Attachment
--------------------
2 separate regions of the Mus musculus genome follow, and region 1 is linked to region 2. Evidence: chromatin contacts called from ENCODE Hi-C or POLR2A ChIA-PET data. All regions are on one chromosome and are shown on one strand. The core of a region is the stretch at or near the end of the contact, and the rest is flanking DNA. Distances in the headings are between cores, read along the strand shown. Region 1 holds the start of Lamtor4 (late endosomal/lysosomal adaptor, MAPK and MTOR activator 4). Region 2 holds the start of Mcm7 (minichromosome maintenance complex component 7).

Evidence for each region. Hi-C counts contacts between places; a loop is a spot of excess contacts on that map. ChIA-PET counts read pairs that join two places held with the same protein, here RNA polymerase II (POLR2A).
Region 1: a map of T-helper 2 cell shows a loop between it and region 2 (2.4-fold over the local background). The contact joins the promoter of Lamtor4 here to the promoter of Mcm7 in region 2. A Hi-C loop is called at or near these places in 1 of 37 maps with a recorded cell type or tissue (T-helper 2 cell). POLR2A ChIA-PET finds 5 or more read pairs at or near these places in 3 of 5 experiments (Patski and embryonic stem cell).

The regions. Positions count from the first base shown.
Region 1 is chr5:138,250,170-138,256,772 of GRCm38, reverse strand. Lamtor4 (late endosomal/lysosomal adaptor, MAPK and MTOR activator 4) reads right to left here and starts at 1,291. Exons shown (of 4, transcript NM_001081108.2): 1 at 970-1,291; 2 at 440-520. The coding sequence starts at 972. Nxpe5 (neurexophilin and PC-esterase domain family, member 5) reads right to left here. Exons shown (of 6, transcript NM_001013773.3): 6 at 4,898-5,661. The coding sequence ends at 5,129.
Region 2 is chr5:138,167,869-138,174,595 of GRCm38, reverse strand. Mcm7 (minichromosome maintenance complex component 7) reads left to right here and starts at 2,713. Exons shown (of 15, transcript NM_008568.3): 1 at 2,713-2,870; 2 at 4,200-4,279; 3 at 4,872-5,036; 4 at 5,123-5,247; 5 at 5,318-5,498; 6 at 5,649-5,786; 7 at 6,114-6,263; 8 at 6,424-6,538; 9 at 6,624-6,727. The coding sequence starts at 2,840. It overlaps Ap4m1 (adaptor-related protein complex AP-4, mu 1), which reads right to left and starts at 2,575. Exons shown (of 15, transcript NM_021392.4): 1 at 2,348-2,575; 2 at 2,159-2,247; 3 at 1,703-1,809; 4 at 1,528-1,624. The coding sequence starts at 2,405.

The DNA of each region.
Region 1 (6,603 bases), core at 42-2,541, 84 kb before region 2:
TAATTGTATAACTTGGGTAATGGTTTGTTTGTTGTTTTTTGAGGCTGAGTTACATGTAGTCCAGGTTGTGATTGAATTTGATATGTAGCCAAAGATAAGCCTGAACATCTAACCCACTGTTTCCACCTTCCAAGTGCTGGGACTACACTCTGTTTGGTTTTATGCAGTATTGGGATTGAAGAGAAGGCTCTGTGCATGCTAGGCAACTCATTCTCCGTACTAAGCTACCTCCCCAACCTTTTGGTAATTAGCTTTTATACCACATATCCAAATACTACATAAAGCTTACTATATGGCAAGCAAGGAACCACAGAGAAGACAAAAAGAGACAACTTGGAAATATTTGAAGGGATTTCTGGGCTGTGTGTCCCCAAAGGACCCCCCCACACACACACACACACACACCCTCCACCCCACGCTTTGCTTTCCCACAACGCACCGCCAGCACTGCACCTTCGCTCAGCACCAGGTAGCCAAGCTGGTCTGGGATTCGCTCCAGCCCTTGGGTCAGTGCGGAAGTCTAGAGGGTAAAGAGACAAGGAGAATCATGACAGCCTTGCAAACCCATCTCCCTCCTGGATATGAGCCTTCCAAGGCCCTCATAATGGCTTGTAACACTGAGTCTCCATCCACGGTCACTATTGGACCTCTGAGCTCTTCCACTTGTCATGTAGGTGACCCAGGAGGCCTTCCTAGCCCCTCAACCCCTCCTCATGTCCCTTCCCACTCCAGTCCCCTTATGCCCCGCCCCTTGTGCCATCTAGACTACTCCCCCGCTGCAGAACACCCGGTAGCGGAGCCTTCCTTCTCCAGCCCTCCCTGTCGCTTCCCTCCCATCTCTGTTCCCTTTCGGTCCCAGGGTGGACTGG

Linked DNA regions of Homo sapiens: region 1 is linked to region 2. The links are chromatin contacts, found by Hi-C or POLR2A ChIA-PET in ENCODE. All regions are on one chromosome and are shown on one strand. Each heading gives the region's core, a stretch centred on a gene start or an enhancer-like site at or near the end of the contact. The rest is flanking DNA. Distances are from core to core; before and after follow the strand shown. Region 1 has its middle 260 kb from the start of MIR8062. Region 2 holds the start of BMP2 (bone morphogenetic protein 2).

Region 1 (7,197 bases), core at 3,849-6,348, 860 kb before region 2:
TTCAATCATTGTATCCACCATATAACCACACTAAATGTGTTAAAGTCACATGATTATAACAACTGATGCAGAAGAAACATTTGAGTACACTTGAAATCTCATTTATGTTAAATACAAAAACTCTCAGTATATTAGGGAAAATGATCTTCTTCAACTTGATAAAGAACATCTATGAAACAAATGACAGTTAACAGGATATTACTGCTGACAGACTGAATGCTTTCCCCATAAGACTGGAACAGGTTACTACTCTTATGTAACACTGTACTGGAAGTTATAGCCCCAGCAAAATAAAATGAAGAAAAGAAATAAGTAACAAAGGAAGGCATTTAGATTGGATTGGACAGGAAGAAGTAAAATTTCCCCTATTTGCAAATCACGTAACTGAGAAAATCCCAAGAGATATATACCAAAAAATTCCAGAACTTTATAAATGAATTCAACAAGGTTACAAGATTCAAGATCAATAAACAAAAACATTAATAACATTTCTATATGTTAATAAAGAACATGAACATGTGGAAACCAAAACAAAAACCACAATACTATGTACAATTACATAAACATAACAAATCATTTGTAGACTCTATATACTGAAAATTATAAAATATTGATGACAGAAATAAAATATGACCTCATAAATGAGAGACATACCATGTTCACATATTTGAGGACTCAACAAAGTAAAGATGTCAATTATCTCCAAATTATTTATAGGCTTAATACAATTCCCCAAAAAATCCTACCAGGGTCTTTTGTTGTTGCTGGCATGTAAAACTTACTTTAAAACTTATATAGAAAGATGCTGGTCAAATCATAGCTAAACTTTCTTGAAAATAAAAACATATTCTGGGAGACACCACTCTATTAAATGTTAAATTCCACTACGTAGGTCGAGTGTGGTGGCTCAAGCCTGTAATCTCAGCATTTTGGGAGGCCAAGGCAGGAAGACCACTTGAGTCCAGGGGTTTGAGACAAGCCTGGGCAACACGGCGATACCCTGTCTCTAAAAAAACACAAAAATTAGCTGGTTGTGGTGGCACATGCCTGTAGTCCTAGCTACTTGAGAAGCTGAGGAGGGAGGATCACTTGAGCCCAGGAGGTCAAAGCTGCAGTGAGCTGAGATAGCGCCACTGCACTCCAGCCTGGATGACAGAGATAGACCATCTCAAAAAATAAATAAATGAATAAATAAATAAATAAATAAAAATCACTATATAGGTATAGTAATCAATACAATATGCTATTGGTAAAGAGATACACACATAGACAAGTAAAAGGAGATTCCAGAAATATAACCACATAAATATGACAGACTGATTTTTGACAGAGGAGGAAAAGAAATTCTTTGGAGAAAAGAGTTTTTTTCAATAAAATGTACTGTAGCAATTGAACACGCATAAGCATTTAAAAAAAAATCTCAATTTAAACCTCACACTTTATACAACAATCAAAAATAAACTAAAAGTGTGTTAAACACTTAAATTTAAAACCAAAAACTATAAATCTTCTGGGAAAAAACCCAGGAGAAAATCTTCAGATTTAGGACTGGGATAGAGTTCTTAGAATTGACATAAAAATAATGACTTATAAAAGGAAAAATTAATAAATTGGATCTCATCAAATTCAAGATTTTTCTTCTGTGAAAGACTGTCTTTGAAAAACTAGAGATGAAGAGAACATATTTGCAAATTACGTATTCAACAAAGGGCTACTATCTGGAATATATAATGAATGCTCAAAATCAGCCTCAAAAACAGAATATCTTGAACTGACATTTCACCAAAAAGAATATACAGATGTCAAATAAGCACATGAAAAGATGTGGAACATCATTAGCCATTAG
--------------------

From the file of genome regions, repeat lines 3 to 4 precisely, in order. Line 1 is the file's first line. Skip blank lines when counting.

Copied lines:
Region 1: a map of T-helper 2 cell shows a loop between it and region 2 (2.4-fold over the local background). The contact joins the promoter of Lamtor4 here to the promoter of Mcm7 in region 2. A Hi-C loop is called at or near these places in 1 of 37 maps with a recorded cell type or tissue (T-helper 2 cell). POLR2A ChIA-PET finds 5 or more read pairs at or near these places in 3 of 5 experiments (Patski and embryonic stem cell).

The regions. Positions count from the first base shown.